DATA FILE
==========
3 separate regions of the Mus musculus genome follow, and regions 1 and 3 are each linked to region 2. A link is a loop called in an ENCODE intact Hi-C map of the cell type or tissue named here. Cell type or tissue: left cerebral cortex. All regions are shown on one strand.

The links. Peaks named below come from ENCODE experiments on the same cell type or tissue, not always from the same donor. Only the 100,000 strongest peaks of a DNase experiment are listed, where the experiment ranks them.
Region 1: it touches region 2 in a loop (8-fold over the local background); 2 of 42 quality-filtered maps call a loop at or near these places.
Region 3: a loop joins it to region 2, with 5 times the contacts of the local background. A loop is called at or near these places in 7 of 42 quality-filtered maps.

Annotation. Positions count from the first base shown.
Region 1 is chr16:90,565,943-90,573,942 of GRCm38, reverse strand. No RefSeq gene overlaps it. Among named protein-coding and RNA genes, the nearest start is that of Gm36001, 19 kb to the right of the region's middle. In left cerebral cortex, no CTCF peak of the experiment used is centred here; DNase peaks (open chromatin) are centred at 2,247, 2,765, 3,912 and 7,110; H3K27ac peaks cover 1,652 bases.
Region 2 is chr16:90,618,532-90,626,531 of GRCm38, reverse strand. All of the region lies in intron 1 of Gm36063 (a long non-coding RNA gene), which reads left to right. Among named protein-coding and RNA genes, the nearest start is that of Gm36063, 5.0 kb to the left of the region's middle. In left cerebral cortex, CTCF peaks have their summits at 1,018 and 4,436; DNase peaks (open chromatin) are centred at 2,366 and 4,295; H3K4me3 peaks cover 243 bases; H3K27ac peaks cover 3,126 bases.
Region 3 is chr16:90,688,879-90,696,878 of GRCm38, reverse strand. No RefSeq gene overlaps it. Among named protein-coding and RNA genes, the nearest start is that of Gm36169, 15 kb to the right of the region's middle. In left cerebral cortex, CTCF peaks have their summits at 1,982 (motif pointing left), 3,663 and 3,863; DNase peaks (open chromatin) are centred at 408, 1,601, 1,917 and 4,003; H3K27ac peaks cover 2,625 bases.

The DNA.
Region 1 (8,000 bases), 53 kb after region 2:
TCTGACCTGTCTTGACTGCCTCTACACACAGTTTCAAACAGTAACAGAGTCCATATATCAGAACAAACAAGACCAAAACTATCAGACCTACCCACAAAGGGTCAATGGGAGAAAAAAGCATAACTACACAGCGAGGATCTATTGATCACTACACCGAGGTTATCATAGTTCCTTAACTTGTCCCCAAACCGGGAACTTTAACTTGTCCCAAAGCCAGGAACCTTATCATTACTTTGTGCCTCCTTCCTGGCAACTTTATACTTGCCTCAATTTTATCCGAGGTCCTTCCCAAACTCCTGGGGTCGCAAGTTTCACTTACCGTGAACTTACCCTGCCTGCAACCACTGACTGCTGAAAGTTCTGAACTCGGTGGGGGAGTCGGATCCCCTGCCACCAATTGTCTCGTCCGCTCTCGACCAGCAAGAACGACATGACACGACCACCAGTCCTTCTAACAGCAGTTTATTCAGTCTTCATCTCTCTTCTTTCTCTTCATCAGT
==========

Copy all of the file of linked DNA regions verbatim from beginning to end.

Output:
3 separate regions of the Mus musculus genome follow, and regions 1 and 3 are each linked to region 2. A link is a loop called in an ENCODE intact Hi-C map of the cell type or tissue named here. Cell type or tissue: left cerebral cortex. All regions are shown on one strand.

The links. Peaks named below come from ENCODE experiments on the same cell type or tissue, not always from the same donor. Only the 100,000 strongest peaks of a DNase experiment are listed, where the experiment ranks them.
Region 1: it touches region 2 in a loop (8-fold over the local background); 2 of 42 quality-filtered maps call a loop at or near these places.
Region 3: a loop joins it to region 2, with 5 times the contacts of the local background. A loop is called at or near these places in 7 of 42 quality-filtered maps.

Annotation. Positions count from the first base shown.
Region 1 is chr16:90,565,943-90,573,942 of GRCm38, reverse strand. No RefSeq gene overlaps it. Among named protein-coding and RNA genes, the nearest start is that of Gm36001, 19 kb to the right of the region's middle. In left cerebral cortex, no CTCF peak of the experiment used is centred here; DNase peaks (open chromatin) are centred at 2,247, 2,765, 3,912 and 7,110; H3K27ac peaks cover 1,652 bases.
Region 2 is chr16:90,618,532-90,626,531 of GRCm38, reverse strand. All of the region lies in intron 1 of Gm36063 (a long non-coding RNA gene), which reads left to right. Among named protein-coding and RNA genes, the nearest start is that of Gm36063, 5.0 kb to the left of the region's middle. In left cerebral cortex, CTCF peaks have their summits at 1,018 and 4,436; DNase peaks (open chromatin) are centred at 2,366 and 4,295; H3K4me3 peaks cover 243 bases; H3K27ac peaks cover 3,126 bases.
Region 3 is chr16:90,688,879-90,696,878 of GRCm38, reverse strand. No RefSeq gene overlaps it. Among named protein-coding and RNA genes, the nearest start is that of Gm36169, 15 kb to the right of the region's middle. In left cerebral cortex, CTCF peaks have their summits at 1,982 (motif pointing left), 3,663 and 3,863; DNase peaks (open chromatin) are centred at 408, 1,601, 1,917 and 4,003; H3K27ac peaks cover 2,625 bases.

The DNA.
Region 1 (8,000 bases), 53 kb after region 2:
TCTGACCTGTCTTGACTGCCTCTACACACAGTTTCAAACAGTAACAGAGTCCATATATCAGAACAAACAAGACCAAAACTATCAGACCTACCCACAAAGGGTCAATGGGAGAAAAAAGCATAACTACACAGCGAGGATCTATTGATCACTACACCGAGGTTATCATAGTTCCTTAACTTGTCCCCAAACCGGGAACTTTAACTTGTCCCAAAGCCAGGAACCTTATCATTACTTTGTGCCTCCTTCCTGGCAACTTTATACTTGCCTCAATTTTATCCGAGGTCCTTCCCAAACTCCTGGGGTCGCAAGTTTCACTTACCGTGAACTTACCCTGCCTGCAACCACTGACTGCTGAAAGTTCTGAACTCGGTGGGGGAGTCGGATCCCCTGCCACCAATTGTCTCGTCCGCTCTCGACCAGCAAGAACGACATGACACGACCACCAGTCCTTCTAACAGCAGTTTATTCAGTCTTCATCTCTCTTCTTTCTCTTCATCAGT